“Workouts can be misleading,” he added. “It’s all about how the horse works that half mile. A big factor is the first one-eighth. If he breaks slow but finishes good, the time might appear average but it was done right. He had horse left at the end. Sometimes you can see how easy it looked — the rider is sitting calm and cool on him, finishing well on his own versus being fast early and spent at the end. It’s how they do it more than the time,” he continued. “You look for a horse that does it comfortably and easily and has a ton left.”
Handicappers have to decide the value of workout lines in relation to the other data. “Past performances are the best indicator in a sense of how the horse has run,” said Horner. “There are plenty of horses that run fast in the morning but don’t run as good in the afternoon for whatever reason. They fall apart emotionally and get stressed out before they do it. In the morning, they’re out by themselves with no competition, in a relaxing mode. That happens more than you think.”
Growing up, Horner’s father had horses so he naturally gravitated toward the business. He started working at age 16 and became a trainer at the age of 19. Between 1977 – 1988, his horses made 1,130 starts and reached the winners circle 177 times.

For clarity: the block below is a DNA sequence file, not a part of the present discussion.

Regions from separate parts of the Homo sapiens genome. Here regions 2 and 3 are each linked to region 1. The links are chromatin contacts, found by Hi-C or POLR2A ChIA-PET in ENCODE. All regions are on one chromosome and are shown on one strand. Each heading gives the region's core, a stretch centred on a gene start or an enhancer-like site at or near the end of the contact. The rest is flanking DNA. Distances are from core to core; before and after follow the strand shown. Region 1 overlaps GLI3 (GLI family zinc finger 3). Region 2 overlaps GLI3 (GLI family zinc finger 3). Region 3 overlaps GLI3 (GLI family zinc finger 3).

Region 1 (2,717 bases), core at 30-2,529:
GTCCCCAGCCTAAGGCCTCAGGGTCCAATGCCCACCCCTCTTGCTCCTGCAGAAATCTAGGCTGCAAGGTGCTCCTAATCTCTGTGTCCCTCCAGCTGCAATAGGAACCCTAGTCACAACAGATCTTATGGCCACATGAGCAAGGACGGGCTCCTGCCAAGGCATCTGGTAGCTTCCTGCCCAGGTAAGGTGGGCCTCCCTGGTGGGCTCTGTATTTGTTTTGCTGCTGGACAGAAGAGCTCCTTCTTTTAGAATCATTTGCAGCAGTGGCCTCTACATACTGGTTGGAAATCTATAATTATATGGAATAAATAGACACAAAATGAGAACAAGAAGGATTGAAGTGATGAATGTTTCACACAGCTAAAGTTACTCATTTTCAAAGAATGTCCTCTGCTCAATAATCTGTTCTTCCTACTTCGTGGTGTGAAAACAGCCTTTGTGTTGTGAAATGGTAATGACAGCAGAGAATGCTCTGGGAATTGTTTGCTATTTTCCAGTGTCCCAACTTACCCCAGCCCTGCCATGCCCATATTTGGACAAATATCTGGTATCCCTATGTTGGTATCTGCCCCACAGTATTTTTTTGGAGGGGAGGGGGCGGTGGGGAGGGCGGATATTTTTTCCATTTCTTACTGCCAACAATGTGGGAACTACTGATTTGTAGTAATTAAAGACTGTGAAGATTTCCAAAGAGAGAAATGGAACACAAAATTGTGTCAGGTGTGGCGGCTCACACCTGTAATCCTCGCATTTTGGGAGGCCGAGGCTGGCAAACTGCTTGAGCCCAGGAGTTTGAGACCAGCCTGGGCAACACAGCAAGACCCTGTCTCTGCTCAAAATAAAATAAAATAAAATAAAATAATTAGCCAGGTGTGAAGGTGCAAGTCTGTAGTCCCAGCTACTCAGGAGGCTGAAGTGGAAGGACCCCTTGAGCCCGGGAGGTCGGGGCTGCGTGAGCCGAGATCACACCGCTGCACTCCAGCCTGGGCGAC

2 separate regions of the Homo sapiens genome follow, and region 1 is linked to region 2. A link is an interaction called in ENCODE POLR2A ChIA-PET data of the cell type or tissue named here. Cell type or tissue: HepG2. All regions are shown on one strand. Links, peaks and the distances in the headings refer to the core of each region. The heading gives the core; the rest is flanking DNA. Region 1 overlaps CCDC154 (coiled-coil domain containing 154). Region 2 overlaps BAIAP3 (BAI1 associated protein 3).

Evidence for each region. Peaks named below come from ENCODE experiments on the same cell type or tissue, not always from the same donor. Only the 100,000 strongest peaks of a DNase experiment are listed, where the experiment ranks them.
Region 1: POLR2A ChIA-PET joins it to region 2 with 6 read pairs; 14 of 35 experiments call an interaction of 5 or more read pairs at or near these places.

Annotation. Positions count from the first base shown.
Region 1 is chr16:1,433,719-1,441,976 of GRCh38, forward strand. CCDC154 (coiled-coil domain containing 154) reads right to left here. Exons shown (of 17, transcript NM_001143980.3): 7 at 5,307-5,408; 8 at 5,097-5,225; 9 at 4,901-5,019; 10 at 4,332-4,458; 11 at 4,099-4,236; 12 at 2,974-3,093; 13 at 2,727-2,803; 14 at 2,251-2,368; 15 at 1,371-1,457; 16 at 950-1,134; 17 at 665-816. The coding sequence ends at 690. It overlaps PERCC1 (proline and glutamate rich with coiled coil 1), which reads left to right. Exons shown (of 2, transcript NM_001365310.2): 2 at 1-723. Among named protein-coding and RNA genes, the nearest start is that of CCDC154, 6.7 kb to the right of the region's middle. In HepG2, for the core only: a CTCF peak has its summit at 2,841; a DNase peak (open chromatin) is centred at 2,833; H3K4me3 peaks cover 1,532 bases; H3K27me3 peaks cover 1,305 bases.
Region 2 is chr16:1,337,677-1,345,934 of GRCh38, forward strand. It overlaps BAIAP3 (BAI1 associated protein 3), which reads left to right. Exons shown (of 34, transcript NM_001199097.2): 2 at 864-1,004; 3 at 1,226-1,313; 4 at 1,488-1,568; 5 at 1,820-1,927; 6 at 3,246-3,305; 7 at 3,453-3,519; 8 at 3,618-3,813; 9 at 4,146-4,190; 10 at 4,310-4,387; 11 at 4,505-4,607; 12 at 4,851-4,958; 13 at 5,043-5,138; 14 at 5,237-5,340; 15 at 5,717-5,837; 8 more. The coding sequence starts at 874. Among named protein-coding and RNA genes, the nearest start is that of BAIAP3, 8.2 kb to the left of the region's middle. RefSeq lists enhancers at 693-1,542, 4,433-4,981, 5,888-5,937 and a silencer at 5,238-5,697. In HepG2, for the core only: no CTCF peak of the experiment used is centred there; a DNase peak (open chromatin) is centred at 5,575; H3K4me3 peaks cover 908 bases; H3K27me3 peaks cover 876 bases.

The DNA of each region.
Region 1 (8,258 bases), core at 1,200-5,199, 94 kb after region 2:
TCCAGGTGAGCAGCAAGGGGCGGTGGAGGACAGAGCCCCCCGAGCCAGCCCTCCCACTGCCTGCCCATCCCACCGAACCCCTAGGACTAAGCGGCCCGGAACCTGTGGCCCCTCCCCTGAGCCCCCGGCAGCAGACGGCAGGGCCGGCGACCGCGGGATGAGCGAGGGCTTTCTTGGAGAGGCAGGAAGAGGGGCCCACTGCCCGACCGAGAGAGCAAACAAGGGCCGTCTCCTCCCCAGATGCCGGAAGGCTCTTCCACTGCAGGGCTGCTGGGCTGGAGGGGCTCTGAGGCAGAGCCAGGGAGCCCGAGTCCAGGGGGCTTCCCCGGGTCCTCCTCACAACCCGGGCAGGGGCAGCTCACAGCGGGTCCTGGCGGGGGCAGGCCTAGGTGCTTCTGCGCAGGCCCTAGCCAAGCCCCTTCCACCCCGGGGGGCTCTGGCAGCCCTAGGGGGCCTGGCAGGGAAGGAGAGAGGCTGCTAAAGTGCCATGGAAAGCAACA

“Racing is a tough business. It’s inconsistent and trainers have lots of ups and downs. When things are going good, it’s wonderful. When things aren’t going good, it’s not so wonderful. It’s so iffy. I give trainers a lot of credit.”
When Horner was offered the clocker’s position at Thistledown in 1989, he took it and never looked back. He left to become a clocker at Tampa Bay Downs in 1999 and has been there since. Their season starts in late November and normally continues through early May. This year, it went through July 4 in an extended campaign. “It’s a seven day a week job, so you better enjoy it,” he said. “I know going into that meet I’ll get three days off — Thanksgiving, Christmas and Easter.
“The job itself is pretty basic but it all happens very quick. You get the call or text, look for the horse, pick him up, time him, and just do your best. There’s one thing about it. You can do it as long as you can see and keep your wits about you,” said Horner. “You need to do something to stay busy, right?”